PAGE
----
Depending on which stage of Alzheimer’s your senior loved one is going through, he or she may display aggressive behavior. Sometimes only gentle redirection is needed to quell aggression. However, at other times, you may need to consider alternative methods. Here are some ways to handle an aggressive senior with Alzheimer’s.
1. Decrease Background Commotion
Even ambient background noise can spark aggressive behavior in certain seniors with Alzheimer’s. Lower the volume on televisions and radios, and if people are cooking in the kitchen, ask them to avoid banging pots and pans. Also, if people are visiting your loved one, ask them to lower their voices or even return at a later date when he or she is in a better mood.
2. Sequester Pets
If your loved one has pets, he or she may become anxious or aggressive when the animals are walking around or obstructing pathways. Make sure to put the animals in a different room during an aggressive episode so they don’t add to your loved one’s anxiety and to protect them from being accidentally harmed.
3. Check for Discomfort
People with Alzheimer’s sometimes act out because they’re uncomfortable, sick, thirsty, or hungry. Make sure your loved one is clean and dry. If he or she has had an incontinence episode, clean him or her up immediately. Aggressive behavior may also be the result of a urinary tract infection. If your loved one produces concentrated or cloudy urine, has a fever or chills, or seems unwell, call the doctor, who may recommend making an appointment and bringing in a urine sample. If your loved one has a urinary tract infection, antibiotics will be prescribed. After the infection has cleared, normal behaviors may resume.
The days, weeks, and months following an Alzheimer’s diagnosis can be challenging for both seniors and their families. However, these challenges can be made less stressful with the help of caregivers trained in professional Alzheimer’s care. Little Rock Home Care Assistance is here to help your loved one enjoy the golden years while simultaneously managing the symptoms of Alzheimer’s.
4. Consider Dietary Interventions
If your loved one isn’t eating properly, abnormal behaviors, including aggression, may occur. Diets high in sugar or starches can cause anxiety and aggression, especially in seniors with Alzheimer’s who also have diabetes. Nutritional deficiencies, such as those caused by a lack of vitamin C, vitamin D, or some of the B vitamins, may also increase the risk for aggressive behavior in seniors with Alzheimer’s disease.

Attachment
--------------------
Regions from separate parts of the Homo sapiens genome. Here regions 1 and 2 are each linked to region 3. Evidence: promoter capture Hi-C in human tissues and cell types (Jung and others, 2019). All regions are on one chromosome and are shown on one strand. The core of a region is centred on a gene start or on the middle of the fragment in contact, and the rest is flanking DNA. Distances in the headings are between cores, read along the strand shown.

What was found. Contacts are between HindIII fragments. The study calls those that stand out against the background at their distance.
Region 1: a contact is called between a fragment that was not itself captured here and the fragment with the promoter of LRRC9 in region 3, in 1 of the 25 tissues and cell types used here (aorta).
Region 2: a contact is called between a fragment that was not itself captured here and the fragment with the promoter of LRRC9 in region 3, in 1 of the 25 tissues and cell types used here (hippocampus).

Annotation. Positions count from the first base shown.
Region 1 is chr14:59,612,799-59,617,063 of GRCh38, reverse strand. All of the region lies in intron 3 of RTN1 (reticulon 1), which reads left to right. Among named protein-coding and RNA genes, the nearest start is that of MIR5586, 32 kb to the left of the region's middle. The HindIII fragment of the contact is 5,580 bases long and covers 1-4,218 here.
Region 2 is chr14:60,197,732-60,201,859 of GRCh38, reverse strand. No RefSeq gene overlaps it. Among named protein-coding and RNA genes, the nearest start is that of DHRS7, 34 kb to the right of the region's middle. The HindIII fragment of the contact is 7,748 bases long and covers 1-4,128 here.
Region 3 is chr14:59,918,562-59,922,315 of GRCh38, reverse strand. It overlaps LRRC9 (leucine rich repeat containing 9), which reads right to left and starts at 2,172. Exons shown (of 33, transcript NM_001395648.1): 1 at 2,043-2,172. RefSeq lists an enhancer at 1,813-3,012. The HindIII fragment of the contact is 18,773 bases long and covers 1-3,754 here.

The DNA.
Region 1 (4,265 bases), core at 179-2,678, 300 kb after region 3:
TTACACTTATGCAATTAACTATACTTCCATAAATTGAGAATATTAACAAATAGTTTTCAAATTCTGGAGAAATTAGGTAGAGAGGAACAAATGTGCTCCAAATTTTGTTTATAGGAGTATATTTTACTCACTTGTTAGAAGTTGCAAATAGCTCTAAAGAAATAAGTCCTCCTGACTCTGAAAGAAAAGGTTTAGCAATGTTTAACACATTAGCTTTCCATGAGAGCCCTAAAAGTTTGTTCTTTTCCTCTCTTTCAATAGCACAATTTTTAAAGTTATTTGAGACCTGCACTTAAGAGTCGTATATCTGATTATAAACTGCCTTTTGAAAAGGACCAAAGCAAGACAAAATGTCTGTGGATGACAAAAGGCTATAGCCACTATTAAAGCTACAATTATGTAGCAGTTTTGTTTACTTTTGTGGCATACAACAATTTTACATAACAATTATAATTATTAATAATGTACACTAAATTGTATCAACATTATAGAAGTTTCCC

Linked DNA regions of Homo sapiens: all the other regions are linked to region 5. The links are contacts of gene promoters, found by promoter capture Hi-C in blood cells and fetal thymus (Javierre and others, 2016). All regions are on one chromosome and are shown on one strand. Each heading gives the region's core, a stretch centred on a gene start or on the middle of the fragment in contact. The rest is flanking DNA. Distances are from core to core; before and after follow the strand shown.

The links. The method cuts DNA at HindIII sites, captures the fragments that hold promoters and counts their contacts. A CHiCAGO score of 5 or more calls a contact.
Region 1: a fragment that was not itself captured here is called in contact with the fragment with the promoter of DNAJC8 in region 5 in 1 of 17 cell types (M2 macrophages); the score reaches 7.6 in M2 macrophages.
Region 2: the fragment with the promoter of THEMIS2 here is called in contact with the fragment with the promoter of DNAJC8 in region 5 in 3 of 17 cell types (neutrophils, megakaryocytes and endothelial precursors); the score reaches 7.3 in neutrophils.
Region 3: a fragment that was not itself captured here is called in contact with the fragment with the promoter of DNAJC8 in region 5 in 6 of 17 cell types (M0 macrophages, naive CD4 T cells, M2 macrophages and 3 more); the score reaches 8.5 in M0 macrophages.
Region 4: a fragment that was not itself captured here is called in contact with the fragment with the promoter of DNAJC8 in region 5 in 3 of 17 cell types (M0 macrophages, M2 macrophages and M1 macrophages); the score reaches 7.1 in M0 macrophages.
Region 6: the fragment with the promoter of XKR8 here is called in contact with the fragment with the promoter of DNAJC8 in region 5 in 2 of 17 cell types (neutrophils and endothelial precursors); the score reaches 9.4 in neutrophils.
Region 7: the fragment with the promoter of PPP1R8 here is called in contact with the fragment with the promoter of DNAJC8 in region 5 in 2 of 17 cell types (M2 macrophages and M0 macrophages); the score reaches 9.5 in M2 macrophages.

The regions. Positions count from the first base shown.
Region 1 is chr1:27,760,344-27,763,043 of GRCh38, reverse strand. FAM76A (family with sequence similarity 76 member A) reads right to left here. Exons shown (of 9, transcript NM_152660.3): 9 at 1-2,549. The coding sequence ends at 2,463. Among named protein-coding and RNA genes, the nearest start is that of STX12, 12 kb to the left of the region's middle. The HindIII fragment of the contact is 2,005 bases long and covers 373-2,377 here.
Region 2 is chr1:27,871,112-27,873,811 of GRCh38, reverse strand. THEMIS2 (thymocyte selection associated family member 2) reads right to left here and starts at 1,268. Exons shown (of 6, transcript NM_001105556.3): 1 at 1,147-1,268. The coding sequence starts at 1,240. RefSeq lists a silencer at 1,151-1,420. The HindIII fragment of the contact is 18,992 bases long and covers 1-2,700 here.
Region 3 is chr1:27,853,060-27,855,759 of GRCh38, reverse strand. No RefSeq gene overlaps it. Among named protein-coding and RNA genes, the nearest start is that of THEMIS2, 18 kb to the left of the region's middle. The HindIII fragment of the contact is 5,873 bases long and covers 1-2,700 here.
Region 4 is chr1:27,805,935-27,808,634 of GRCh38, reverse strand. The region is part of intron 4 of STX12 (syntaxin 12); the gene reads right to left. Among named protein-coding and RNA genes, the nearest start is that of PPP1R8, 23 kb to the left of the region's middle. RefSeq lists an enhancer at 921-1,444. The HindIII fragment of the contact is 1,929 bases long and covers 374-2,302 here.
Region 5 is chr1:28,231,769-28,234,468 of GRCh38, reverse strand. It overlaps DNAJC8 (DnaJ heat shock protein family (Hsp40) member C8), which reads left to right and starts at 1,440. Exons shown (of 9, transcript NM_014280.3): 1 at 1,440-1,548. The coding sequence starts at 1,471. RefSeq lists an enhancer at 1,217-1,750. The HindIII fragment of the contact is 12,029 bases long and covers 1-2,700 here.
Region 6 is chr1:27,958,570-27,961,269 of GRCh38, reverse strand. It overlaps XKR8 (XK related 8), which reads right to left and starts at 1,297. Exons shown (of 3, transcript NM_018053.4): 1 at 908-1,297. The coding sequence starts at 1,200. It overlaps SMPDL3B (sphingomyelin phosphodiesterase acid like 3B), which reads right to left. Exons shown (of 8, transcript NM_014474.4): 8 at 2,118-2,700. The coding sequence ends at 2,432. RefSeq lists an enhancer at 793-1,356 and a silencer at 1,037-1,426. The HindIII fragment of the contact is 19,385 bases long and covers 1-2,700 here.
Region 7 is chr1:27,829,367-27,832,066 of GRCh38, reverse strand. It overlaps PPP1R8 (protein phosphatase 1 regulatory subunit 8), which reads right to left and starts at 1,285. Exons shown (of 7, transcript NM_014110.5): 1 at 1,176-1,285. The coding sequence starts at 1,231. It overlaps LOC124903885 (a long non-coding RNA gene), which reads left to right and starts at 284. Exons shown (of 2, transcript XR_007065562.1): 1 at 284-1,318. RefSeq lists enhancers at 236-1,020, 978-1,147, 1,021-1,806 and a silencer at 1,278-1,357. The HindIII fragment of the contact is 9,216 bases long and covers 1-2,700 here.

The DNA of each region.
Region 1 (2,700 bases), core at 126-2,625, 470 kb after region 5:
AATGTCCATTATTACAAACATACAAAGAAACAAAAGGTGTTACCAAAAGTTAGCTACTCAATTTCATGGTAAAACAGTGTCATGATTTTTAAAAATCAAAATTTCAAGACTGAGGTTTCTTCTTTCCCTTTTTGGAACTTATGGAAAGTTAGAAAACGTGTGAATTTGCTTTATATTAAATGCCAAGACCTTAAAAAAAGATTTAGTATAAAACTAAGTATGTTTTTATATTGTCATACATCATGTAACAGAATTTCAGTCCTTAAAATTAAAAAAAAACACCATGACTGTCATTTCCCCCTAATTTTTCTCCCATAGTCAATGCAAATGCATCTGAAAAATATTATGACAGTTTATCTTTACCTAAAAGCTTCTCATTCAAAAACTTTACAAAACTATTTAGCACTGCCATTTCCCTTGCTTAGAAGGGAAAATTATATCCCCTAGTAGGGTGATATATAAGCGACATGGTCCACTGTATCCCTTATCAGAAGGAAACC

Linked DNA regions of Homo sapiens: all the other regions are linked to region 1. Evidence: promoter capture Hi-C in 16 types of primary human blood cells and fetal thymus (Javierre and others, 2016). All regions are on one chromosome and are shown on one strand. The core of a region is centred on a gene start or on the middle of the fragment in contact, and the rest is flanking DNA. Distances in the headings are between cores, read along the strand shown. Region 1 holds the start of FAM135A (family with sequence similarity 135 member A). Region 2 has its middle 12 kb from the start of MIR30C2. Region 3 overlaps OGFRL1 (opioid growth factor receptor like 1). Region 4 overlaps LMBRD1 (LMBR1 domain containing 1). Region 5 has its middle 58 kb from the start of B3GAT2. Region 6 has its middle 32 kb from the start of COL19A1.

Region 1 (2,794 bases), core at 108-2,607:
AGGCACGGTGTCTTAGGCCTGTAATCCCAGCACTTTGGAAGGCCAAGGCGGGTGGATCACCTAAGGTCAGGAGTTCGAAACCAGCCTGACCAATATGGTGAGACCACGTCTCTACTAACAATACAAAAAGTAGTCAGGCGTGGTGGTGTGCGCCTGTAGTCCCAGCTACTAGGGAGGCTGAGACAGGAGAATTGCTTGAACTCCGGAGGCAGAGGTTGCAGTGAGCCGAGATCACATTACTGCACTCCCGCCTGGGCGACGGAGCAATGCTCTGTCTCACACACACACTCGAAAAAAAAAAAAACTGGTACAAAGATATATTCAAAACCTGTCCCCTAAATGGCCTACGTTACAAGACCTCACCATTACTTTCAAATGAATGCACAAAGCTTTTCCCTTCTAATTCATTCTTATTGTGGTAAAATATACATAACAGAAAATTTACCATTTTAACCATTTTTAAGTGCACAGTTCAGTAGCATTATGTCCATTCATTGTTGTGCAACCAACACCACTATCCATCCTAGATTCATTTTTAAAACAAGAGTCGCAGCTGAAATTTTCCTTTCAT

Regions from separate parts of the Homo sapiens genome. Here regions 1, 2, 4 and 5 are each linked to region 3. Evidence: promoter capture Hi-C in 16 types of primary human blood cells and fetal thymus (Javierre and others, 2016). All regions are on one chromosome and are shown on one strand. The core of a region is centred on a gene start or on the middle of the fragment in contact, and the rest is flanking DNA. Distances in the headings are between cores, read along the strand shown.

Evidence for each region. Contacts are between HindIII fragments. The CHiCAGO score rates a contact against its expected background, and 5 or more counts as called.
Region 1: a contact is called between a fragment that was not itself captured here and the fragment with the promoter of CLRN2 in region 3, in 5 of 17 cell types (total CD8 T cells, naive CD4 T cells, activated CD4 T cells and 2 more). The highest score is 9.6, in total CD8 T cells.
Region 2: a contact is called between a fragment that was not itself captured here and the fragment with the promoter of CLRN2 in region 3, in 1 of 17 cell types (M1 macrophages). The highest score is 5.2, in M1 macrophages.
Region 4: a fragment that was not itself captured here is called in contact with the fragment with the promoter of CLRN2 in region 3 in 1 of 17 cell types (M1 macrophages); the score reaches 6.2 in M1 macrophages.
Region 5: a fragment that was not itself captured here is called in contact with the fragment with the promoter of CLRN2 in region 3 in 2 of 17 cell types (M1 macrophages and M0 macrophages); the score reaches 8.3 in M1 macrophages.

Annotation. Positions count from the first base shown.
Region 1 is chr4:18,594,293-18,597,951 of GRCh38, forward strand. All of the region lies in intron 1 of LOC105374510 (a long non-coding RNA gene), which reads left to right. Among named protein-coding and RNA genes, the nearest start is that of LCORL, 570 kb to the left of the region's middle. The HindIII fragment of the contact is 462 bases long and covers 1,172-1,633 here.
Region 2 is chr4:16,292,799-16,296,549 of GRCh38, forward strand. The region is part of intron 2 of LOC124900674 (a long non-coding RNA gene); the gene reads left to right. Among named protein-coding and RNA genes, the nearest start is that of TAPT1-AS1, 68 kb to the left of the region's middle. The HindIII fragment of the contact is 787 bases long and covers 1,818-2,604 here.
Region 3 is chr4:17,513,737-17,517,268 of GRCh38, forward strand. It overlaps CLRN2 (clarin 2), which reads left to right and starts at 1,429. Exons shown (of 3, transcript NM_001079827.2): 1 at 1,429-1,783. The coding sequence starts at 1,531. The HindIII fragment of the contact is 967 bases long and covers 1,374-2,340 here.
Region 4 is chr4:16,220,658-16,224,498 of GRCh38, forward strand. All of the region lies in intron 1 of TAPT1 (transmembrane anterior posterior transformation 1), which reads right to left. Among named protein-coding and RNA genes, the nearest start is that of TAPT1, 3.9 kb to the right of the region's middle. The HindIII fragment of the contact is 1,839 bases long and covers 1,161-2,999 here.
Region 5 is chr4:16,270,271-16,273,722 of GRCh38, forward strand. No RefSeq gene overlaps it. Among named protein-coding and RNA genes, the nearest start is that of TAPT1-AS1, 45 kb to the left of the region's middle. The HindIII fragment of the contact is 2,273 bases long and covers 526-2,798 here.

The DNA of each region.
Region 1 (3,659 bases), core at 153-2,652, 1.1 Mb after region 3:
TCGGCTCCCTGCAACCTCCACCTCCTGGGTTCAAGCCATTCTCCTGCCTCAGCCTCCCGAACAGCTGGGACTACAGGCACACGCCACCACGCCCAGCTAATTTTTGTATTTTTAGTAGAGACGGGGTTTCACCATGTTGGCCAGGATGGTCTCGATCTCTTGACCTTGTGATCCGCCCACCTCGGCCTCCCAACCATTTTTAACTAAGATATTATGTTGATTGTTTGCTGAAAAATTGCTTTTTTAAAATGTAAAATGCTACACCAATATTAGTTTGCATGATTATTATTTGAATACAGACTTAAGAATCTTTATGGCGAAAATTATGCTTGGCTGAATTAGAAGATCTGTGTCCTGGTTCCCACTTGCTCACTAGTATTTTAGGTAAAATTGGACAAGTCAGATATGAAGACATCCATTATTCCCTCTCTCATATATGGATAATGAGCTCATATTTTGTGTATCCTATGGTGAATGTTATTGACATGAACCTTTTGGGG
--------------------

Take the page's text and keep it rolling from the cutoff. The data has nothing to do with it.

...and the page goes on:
5. Monitor Medications
Both over-the-counter and prescription medications can cause side effects that include unusual behavior. Diabetes medication may cause blood glucose levels to spike up or down, which can cause confusion, anxiety, psychotic behavior, and aggression. Psychotropic medications and oral corticosteroids can also contribute to aggression in seniors with Alzheimer’s. If you believe your loved one’s medications are causing him or her to act out, call the doctor.
There are many reasons seniors might need assistance at home. Some may require regular mental stimulation due to an Alzheimer’s diagnosis, while others might only need part-time assistance with exercise and basic household tasks. Home Care Assistance is a leading elder care provider. Families rely on our expertly trained caregivers to help their senior loved ones maintain a high quality of life.
6. Visit the Physician
Your loved one’s aggressive behavior may mean the disease is progressing to an advanced stage. The physician can prescribe neurological medications that can slow the progression of the disease while curtailing undesirable behavior. The doctor can also perform a comprehensive medical examination to rule out other conditions, such as diabetes, cardiovascular disease, peripheral vascular disease, and new brain disorders.
7. Increase Exercise
Exercise can ease anxiety, depression, and insomnia. Walking outdoors in the sunshine provides many health benefits to those with Alzheimer’s. Walking is an aerobic exercise that enhances brain and cardiovascular health, while sunlight exposure helps the body manufacture vitamin D. Low levels of vitamin D may cause negative behaviors in seniors with Alzheimer’s.
Caring for a loved one with Alzheimer’s is a challenging task for anyone. The responsibilities can sometimes feel overwhelming, but help is available. Seniors can face a variety of age-related challenges. Though some families choose to take on the caregiving duties, there may come a time when they need a trusted Hot Springs at-home care provider. Families sometimes need respite from their duties so they can focus on their other responsibilities, and some seniors need around-the-clock assistance that their families are not able to provide. Home Care Assistance is here to help. Call one of our friendly Care Managers today at (501) 764-1312 to learn more about our customized care plans.